Review: Fright Night (2011)

Director: Craig Gillespie

***

Was a remake of Fright Night inevitable? Not that the original wasn’t a jittery little gem but, apart from being a little dated, the idea of having a persistent vampire threat in the neighbourhood hasn’t been done properly since ‘Buffy the Vampire Slayer’. Those accursed Twilight movies have ruined the vampiric image; Fright Night has come along at the right time to restore at least a little of the vampire’s bite.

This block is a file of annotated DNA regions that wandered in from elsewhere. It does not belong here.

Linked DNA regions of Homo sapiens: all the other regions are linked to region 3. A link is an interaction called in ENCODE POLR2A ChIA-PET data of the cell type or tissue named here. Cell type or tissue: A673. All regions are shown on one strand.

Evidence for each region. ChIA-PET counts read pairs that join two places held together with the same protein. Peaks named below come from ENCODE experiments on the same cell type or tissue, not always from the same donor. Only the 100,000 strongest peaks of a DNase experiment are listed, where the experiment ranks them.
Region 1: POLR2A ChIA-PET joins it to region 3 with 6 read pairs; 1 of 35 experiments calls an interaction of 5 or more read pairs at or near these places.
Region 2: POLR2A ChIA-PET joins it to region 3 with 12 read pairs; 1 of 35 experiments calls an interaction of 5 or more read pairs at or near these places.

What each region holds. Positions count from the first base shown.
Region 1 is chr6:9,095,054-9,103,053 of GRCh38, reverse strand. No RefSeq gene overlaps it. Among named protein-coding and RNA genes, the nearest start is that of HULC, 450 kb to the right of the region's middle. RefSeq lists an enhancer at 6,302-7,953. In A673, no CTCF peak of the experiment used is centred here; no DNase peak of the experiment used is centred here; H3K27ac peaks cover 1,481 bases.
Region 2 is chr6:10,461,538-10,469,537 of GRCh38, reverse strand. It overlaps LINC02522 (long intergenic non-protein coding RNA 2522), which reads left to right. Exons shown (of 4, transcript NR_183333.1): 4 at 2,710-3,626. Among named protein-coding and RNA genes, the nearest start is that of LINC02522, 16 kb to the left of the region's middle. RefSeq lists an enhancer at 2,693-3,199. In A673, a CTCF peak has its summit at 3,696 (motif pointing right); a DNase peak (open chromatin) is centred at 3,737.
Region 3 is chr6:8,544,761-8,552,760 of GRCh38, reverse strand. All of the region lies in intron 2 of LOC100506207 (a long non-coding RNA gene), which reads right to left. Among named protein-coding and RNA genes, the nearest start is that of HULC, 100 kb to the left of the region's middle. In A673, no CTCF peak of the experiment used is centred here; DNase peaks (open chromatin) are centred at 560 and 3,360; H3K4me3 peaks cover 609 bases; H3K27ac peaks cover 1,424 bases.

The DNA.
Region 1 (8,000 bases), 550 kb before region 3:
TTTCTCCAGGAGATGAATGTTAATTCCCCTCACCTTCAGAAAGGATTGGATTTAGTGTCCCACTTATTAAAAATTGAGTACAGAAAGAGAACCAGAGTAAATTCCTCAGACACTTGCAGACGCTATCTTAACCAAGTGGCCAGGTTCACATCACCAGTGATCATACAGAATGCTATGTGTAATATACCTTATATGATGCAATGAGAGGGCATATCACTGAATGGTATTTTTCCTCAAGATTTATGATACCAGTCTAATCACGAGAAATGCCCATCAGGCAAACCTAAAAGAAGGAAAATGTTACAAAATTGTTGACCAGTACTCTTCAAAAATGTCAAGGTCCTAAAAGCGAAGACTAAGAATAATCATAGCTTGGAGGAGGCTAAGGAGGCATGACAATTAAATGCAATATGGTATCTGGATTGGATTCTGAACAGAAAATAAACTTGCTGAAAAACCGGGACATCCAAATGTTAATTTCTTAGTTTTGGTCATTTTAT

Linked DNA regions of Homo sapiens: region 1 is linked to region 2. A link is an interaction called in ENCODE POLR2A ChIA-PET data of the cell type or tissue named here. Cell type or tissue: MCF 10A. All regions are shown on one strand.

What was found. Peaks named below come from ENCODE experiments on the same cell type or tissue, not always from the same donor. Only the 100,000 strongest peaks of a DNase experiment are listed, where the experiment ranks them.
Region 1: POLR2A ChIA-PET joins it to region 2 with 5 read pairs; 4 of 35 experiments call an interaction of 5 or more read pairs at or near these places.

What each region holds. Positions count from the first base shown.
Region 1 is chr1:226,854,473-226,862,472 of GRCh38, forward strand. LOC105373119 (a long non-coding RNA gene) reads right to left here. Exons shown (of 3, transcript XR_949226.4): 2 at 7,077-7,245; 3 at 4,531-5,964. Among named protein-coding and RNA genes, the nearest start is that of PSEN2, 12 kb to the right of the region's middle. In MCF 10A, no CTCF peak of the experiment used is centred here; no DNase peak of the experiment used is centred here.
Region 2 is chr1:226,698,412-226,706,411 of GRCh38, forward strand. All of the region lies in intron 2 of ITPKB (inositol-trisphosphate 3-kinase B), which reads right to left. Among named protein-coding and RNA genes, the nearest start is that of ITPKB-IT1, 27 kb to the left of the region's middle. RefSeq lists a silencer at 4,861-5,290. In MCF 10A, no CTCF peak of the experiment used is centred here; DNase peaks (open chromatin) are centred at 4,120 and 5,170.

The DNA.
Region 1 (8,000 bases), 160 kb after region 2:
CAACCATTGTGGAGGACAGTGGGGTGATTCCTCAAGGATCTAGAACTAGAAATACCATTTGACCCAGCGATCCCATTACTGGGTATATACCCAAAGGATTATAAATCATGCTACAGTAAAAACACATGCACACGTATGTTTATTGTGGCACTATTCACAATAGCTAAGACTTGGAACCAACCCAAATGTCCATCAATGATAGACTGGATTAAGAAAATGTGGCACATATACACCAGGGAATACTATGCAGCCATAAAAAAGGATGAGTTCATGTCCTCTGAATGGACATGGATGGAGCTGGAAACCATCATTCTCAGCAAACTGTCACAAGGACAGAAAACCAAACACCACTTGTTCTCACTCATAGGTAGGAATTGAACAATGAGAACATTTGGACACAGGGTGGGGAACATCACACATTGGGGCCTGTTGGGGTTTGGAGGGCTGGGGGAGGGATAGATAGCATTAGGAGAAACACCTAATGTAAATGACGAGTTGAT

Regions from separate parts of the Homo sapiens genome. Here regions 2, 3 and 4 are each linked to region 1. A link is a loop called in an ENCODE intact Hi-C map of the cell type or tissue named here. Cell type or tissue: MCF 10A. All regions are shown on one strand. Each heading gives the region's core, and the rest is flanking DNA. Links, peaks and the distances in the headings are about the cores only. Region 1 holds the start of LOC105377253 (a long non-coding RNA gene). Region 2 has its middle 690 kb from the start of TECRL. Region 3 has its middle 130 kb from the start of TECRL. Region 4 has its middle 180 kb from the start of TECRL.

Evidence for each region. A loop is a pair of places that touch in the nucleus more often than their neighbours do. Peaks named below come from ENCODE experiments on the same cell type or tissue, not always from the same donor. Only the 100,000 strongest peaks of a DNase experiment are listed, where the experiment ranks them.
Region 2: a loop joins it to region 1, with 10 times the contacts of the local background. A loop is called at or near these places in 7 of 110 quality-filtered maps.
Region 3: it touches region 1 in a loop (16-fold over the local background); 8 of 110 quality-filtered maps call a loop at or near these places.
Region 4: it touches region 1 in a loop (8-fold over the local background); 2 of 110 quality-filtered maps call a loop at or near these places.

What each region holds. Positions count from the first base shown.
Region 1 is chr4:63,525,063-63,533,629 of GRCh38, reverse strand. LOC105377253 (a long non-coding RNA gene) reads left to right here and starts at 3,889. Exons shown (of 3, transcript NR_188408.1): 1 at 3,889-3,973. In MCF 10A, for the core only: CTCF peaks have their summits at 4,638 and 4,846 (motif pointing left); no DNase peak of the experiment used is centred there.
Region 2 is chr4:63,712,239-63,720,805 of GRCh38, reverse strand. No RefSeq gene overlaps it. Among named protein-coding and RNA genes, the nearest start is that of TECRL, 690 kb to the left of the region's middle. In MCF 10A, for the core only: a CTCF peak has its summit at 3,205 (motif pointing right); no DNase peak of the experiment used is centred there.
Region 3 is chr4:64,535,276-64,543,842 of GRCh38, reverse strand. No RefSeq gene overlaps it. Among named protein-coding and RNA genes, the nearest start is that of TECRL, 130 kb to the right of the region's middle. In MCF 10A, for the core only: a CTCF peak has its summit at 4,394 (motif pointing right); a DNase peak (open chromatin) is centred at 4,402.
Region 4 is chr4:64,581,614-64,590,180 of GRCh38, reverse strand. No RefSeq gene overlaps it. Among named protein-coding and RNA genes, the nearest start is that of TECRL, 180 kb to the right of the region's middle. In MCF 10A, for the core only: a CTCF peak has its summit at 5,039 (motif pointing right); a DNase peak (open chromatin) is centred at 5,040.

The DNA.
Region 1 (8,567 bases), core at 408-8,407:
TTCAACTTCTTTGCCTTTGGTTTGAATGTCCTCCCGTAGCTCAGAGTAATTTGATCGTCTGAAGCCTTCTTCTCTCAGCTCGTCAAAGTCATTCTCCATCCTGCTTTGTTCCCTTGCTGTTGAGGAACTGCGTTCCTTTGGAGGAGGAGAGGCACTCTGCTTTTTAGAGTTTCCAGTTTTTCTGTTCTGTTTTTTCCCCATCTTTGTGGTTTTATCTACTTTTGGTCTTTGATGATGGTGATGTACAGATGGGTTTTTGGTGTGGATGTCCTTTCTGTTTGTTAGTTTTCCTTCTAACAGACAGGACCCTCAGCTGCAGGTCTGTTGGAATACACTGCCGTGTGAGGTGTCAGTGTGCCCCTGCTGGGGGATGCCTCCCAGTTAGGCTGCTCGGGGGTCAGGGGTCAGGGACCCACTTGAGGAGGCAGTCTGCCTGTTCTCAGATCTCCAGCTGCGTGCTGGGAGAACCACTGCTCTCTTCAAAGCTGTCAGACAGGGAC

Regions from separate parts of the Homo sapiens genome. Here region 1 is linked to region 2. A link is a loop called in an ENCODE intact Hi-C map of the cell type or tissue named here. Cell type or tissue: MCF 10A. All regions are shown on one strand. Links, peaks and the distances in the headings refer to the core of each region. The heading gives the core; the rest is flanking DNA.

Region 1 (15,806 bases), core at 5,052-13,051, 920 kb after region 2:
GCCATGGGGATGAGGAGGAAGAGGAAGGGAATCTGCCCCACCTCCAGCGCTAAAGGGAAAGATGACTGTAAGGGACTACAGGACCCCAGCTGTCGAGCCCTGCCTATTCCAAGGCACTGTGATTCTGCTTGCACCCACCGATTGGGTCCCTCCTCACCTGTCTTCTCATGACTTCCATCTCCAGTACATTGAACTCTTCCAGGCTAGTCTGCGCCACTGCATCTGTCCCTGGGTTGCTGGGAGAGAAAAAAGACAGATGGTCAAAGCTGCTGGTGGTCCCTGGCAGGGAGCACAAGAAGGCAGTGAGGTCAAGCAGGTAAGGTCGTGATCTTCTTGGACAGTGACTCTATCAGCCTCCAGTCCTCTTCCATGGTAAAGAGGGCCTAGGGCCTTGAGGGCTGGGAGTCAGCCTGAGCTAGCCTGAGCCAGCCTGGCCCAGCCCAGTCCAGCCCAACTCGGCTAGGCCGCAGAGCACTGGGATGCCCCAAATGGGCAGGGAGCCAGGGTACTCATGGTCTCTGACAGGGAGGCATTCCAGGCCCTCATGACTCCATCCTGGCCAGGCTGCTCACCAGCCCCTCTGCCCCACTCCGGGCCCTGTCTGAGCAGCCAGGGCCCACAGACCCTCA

A vampire next door? It’s a wonderfully simple pitch. Charley (Anton Yelchin), is told by his friend Ed (Christopher Mintz-Plasse, the nerd du jour) that Charley’s new neighbour may be a vampire. Charley isn’t convinced, not least because his new neighbour (Colin Farrell) is named Jerry. Whoever heard of a vampire named Jerry?! Still, when friends and neighbours start disappearing, Charley starts to fear what Ed told him is true. Surrounding his mother Jane (Toni Collette) and girlfriend Amy (Imogen Poots) with garlic and crucifixes, Charley resolves to off this neighbour from hell once and for all. Even if this wasn’t a remake, there’s not much new in this set-up. Yelchin is a passable everyman, though Mintz-Plasse’s character is expendable, whilst Collette and Poots are likeable in undemanding roles. Farrell has fun with his part, all menacing smolder and flashing his gnashers before tucking into a fresh neck. Best of all is David Tennant as Peter Vincent, a Las Vegas showman-cum-vampire expert who looks like Russell Brand’s bastard spawn. With a confident swagger and a pair of too-tight leather pants, he steals every scene he’s in. Fans and purists would argue that there’s not a whole lot to steal; this is another horror remake in a sea of remakes, and the original still boasts a certain eerie charm. Yet, Fright Night overcomes its potential redundancy with one word: fun. This is a giddy little romp, as director Craig Gillespie keeps the blood flowing and writer Marti Noxon keeps bringing the laughs. The cast have a blast, and invite the audience to do the same. This is prime Friday night viewing. It won’t linger long past the end credits, but Fright Night provides thrills aplenty without troubling the nightmare-averse.

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